A full review of dressing-room culture is part of a wide-ranging action plan to tackle discrimination and racism in cricket in England and Wales.
It has been issued following allegations made by Azeem Rafiq and a number of other players.
The five-point plan has “12 tangible actions”, while the England and Wales Cricket Board (ECB) has pledged £25m over five years.
The ECB will also form a new anti-discrimination unit within six months.
Last week, former Yorkshire spinner Rafiq told a Digital, Culture, Media & Sport select committee the English game is “institutionally racist”.
Rafiq’s allegations against the county have been echoed by former academy player Irfan Amjad and another anonymous player.
Jahid Ahmed, Maurice Chambers and Zoheb Sharif have also made claims about their time with Essex.
Sports minister Nigel Huddlestone said the government could take the “nuclear option” of creating an independent regulator if the ECB does not “put its house in order” over racism.
“The last few weeks have been very, very tough,” said ECB chief executive Tom Harrison. “It feels like an earthquake has hit us.
“Our game has been portrayed in the worst possible way in the world’s media. Azeem’s testimony and testimony from others has revealed serious issues which we have collectively not dealt with for many decades.
“There are clearly large numbers of people in the country who feel like cricket has not been there for them. This is our latest attempt to say we are listening and we are desperate to solve the problem.”
The action plan, jointly published by the ECB, Marylebone Cricket Club (MCC), Professional Cricketers’ Association, 41 counties, women’s regions and recreational network is described as a “game-wide response to discrimination”.
The 12 actions each fall under one of the five points, as follows:
- Listen, care and educate – the setting up of of a standardised approach to handling complaints, promoting the aims of the Independent Commission for Equity in Cricket and providing all who work in cricket with ongoing Equality, Diversity and Inclusion (EDI) education.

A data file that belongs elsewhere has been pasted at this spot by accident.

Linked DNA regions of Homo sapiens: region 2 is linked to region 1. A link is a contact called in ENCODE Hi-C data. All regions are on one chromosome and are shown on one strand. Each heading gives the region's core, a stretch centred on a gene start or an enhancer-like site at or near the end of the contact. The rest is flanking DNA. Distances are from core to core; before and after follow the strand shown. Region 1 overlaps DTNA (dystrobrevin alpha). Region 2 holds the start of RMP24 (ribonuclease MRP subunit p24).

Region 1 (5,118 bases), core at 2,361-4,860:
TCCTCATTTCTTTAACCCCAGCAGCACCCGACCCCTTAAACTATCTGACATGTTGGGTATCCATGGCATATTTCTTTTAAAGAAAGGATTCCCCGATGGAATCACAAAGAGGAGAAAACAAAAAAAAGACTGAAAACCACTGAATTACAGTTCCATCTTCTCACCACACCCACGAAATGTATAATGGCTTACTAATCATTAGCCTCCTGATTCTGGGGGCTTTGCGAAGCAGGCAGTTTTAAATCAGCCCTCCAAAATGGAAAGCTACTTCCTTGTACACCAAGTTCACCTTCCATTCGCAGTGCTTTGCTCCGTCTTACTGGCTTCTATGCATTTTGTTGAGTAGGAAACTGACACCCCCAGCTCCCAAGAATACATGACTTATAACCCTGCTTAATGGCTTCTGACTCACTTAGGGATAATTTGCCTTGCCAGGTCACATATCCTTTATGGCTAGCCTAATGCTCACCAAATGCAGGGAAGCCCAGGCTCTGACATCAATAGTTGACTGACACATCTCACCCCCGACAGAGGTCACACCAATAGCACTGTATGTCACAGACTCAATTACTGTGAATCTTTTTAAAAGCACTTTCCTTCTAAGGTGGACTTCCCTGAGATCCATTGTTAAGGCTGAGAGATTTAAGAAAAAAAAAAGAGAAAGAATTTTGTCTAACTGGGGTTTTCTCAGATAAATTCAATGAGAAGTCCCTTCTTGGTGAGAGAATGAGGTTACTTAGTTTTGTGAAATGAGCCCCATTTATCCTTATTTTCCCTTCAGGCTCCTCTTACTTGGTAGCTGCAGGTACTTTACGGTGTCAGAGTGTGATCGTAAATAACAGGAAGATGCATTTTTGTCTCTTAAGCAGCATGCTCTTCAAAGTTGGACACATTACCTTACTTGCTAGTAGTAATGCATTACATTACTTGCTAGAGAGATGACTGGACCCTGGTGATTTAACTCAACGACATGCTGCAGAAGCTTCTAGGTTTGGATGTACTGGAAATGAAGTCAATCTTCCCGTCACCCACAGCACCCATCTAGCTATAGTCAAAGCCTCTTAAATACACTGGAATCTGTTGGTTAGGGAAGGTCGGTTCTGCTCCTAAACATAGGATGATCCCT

- Address dressing-room culture – publish a full review of dressing-room culture in all professional teams, reassess player and coach education.
- Remove barriers in the talent pathway – improve support for people from diverse backgrounds, identify talent from non-traditional backgrounds and take action towards reaching a minimum 20% gender diversity and appropriate level of ethnic diversity.
- Create welcoming environments for all – full-scale review into crowd behaviour at professional matches, ensure venues are welcoming to all faiths and cultures, upgrade education in recreational cricket.
- Publish localised action plans within six months – each organisation will deliver board diversity (30% female, representative ethnicity) by April 2022, adopt an anonymised recruitment tool for all senior roles, every senior executive in the game to have personalised EDI objectives.
Harrison could not confirm who will lead the review into dressing-room culture, which will look at every professional men’s and women’s team in the country.
Rafiq alleged his former Yorkshire team-mate Gary Ballance used the term ‘Kevin’ to describe a person of colour during his four years playing for England between 2013 and 2017.
There are eight members of England men’s Ashes squad that played international cricket alongside Ballance. None of them have yet to comment on Rafiq’s allegations.
“I know the impact of recent events has been embraced in full by the England men in Australia. They have spoken about it,” said Harrison.
“How does the dressing room continue to evolve its culture, and effectively reflect the feeling that is coming out of the conversation which the game is having at the moment?
“There is a constantly evolving requirement to move culture along with national sentiment and the way the world is changing.”
With regard to ‘whistleblowing’, the ECB confirmed that responsibility for handling complaints and allegations could be given to a third party in order to prevent a conflict of interest.
Despite the actions detailed in the report, Harrison said he feels it “probably” could have gone further.
When asked about his own future as ECB chief executive, he said he was “so committed to sorting this issue within the game”.
“I understand I have the backing of the game,” added Harrison.
“I know that we are in the dock for words, words, words and no action.
“I don’t think is something that cricket has ever got right. We need to get out into communities and talk to people.
“Is there room for a truth and reconciliation exercise? It feels like until we have a shared understanding of what our history has been like, it is very difficult for us to move forward together.”